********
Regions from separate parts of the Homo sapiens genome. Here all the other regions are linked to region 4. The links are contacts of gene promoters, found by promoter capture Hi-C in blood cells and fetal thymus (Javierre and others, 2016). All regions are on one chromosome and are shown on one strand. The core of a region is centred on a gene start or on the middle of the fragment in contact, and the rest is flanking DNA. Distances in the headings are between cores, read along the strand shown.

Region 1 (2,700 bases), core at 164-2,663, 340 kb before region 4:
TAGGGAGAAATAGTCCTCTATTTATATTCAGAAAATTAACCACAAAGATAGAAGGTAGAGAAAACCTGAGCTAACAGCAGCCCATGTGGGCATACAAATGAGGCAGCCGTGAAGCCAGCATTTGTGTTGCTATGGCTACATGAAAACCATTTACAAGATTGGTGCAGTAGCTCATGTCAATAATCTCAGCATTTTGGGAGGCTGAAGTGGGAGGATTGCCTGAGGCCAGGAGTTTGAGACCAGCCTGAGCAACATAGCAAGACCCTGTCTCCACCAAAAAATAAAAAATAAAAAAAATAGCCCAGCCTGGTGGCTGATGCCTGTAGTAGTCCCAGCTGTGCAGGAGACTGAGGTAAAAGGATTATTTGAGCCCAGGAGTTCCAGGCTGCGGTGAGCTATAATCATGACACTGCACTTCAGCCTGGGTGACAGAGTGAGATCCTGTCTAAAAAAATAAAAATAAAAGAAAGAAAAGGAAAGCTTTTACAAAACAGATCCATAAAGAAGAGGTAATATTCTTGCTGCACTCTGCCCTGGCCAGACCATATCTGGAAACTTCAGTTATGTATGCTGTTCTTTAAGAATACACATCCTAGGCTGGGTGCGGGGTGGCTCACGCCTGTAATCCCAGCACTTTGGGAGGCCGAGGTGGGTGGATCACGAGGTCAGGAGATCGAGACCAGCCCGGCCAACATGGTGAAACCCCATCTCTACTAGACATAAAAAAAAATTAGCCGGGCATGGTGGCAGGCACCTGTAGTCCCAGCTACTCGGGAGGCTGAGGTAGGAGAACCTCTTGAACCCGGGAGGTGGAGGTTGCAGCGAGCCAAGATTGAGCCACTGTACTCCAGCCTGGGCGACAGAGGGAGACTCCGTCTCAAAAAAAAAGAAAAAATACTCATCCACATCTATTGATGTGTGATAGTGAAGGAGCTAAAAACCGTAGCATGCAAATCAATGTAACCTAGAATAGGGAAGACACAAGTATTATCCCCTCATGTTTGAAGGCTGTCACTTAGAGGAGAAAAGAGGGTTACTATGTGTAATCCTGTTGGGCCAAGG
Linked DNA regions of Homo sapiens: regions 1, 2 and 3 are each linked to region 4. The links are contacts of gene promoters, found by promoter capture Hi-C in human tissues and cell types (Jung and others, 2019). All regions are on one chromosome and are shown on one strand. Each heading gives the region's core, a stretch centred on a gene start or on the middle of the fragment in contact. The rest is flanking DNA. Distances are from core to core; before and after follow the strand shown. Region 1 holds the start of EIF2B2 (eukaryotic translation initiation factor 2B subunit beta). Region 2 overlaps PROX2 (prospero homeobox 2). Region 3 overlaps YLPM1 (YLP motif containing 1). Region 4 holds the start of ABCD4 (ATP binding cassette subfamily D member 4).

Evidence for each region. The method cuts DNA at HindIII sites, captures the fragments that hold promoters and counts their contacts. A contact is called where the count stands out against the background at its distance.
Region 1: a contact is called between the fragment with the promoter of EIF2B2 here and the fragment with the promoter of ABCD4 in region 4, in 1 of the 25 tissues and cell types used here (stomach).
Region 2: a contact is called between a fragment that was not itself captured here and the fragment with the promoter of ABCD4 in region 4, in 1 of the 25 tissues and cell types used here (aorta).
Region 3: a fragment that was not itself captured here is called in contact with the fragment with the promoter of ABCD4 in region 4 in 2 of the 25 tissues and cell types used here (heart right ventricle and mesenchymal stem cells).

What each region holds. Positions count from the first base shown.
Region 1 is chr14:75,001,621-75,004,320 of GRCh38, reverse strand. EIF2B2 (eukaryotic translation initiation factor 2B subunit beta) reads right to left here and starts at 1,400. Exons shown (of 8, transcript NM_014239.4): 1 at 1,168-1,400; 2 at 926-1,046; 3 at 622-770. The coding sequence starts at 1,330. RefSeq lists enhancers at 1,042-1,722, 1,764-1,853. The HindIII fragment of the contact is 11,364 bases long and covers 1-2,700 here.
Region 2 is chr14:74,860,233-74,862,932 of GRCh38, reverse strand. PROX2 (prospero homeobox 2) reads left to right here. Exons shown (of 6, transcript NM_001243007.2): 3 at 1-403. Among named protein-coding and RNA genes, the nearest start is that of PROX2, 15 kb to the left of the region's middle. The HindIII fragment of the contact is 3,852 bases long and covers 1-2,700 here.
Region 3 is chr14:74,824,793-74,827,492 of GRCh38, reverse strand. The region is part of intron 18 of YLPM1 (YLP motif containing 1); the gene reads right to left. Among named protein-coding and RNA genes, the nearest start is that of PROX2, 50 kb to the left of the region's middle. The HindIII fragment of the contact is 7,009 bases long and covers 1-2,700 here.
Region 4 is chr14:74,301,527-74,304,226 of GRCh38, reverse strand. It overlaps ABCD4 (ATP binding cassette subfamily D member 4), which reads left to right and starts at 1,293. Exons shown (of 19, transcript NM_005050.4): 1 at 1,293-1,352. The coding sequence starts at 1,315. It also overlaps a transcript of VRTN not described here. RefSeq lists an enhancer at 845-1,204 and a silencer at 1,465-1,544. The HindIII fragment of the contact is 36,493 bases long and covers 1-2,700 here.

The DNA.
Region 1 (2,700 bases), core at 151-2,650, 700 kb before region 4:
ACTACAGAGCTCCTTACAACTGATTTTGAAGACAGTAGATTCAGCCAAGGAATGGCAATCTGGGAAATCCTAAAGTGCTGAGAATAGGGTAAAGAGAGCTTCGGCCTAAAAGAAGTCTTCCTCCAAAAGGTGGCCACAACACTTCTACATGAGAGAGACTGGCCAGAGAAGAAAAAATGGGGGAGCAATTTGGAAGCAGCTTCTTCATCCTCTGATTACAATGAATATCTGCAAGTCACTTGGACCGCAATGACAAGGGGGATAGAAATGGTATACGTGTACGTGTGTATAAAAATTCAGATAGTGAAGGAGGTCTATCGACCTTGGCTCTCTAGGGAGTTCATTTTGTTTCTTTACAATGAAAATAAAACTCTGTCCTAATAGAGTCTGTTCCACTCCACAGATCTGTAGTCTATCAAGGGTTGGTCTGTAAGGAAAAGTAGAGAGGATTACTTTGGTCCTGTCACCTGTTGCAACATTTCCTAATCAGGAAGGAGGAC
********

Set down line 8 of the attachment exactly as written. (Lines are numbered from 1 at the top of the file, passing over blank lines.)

Region 3: a fragment that was not itself captured here is called in contact with the fragment with the promoter of ABCD4 in region 4 in 2 of the 25 tissues and cell types used here (heart right ventricle and mesenchymal stem cells).